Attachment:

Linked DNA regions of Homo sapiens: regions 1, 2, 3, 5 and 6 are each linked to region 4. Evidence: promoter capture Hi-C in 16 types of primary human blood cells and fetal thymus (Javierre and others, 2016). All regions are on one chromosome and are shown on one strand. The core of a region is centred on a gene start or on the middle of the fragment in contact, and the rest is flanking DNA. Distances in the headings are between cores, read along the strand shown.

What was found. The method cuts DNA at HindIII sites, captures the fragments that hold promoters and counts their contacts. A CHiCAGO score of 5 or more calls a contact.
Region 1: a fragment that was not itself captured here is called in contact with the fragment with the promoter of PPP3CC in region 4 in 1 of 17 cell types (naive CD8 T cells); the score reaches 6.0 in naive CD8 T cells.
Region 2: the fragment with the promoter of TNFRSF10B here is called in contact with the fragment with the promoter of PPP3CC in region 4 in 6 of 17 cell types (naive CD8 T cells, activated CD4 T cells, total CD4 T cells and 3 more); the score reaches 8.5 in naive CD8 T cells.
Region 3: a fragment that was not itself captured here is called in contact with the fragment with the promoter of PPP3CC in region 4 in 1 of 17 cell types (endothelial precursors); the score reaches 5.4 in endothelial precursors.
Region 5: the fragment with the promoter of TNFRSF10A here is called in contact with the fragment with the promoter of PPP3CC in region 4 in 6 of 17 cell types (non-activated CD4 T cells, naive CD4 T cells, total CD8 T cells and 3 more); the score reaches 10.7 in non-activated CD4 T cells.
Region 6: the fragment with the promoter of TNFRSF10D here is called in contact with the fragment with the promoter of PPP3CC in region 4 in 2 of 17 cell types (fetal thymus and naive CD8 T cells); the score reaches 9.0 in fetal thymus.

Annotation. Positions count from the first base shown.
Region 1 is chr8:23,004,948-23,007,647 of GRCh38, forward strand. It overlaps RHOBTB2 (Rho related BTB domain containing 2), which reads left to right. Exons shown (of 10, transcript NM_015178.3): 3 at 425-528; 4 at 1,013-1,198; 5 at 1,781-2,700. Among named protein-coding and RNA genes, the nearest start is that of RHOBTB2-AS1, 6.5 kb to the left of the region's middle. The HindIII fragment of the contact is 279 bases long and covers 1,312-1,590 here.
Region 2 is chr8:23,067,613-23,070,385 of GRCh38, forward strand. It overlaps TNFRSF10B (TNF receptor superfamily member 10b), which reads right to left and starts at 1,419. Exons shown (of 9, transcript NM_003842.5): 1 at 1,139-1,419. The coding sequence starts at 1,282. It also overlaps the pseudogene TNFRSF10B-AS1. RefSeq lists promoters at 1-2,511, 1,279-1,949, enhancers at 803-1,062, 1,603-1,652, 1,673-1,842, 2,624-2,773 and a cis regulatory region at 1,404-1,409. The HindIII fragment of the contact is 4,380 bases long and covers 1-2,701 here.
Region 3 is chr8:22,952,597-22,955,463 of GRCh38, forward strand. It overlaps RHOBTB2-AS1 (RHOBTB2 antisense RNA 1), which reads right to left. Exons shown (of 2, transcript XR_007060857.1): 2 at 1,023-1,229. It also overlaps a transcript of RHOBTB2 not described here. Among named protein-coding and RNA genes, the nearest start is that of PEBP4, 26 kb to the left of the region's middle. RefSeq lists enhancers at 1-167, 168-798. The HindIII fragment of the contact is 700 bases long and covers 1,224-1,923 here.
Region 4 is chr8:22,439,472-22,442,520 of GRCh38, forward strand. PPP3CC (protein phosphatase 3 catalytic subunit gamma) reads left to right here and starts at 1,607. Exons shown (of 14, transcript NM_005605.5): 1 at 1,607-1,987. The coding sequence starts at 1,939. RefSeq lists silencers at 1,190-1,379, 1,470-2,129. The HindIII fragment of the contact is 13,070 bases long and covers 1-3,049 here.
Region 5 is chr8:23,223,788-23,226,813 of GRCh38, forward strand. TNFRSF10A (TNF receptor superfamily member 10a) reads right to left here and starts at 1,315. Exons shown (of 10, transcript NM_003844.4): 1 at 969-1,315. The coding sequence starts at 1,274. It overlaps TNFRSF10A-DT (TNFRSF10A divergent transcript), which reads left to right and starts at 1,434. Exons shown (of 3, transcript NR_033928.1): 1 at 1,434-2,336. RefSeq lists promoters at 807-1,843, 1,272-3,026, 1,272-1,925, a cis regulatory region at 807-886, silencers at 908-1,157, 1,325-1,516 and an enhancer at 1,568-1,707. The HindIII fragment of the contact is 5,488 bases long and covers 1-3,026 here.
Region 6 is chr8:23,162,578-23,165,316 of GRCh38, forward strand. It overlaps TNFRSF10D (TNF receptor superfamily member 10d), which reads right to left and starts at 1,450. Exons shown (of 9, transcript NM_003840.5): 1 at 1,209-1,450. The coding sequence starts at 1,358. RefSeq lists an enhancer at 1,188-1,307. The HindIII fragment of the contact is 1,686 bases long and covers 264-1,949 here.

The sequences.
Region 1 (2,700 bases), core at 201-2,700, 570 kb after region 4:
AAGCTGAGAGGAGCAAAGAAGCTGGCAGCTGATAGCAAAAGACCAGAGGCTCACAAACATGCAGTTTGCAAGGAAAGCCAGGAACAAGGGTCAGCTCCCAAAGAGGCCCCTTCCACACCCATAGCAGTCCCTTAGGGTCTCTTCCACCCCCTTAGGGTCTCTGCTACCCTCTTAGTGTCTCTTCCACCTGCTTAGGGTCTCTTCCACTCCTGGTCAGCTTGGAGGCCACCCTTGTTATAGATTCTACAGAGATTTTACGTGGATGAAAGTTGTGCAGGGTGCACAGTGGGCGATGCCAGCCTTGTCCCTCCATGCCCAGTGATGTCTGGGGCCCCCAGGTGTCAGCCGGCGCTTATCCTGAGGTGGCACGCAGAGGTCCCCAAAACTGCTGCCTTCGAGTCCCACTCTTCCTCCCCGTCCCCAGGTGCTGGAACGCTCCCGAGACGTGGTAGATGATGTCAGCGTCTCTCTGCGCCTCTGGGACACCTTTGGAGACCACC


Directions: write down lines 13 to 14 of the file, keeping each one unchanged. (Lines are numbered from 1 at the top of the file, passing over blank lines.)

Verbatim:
Region 5 is chr8:23,223,788-23,226,813 of GRCh38, forward strand. TNFRSF10A (TNF receptor superfamily member 10a) reads right to left here and starts at 1,315. Exons shown (of 10, transcript NM_003844.4): 1 at 969-1,315. The coding sequence starts at 1,274. It overlaps TNFRSF10A-DT (TNFRSF10A divergent transcript), which reads left to right and starts at 1,434. Exons shown (of 3, transcript NR_033928.1): 1 at 1,434-2,336. RefSeq lists promoters at 807-1,843, 1,272-3,026, 1,272-1,925, a cis regulatory region at 807-886, silencers at 908-1,157, 1,325-1,516 and an enhancer at 1,568-1,707. The HindIII fragment of the contact is 5,488 bases long and covers 1-3,026 here.
Region 6 is chr8:23,162,578-23,165,316 of GRCh38, forward strand. It overlaps TNFRSF10D (TNF receptor superfamily member 10d), which reads right to left and starts at 1,450. Exons shown (of 9, transcript NM_003840.5): 1 at 1,209-1,450. The coding sequence starts at 1,358. RefSeq lists an enhancer at 1,188-1,307. The HindIII fragment of the contact is 1,686 bases long and covers 264-1,949 here.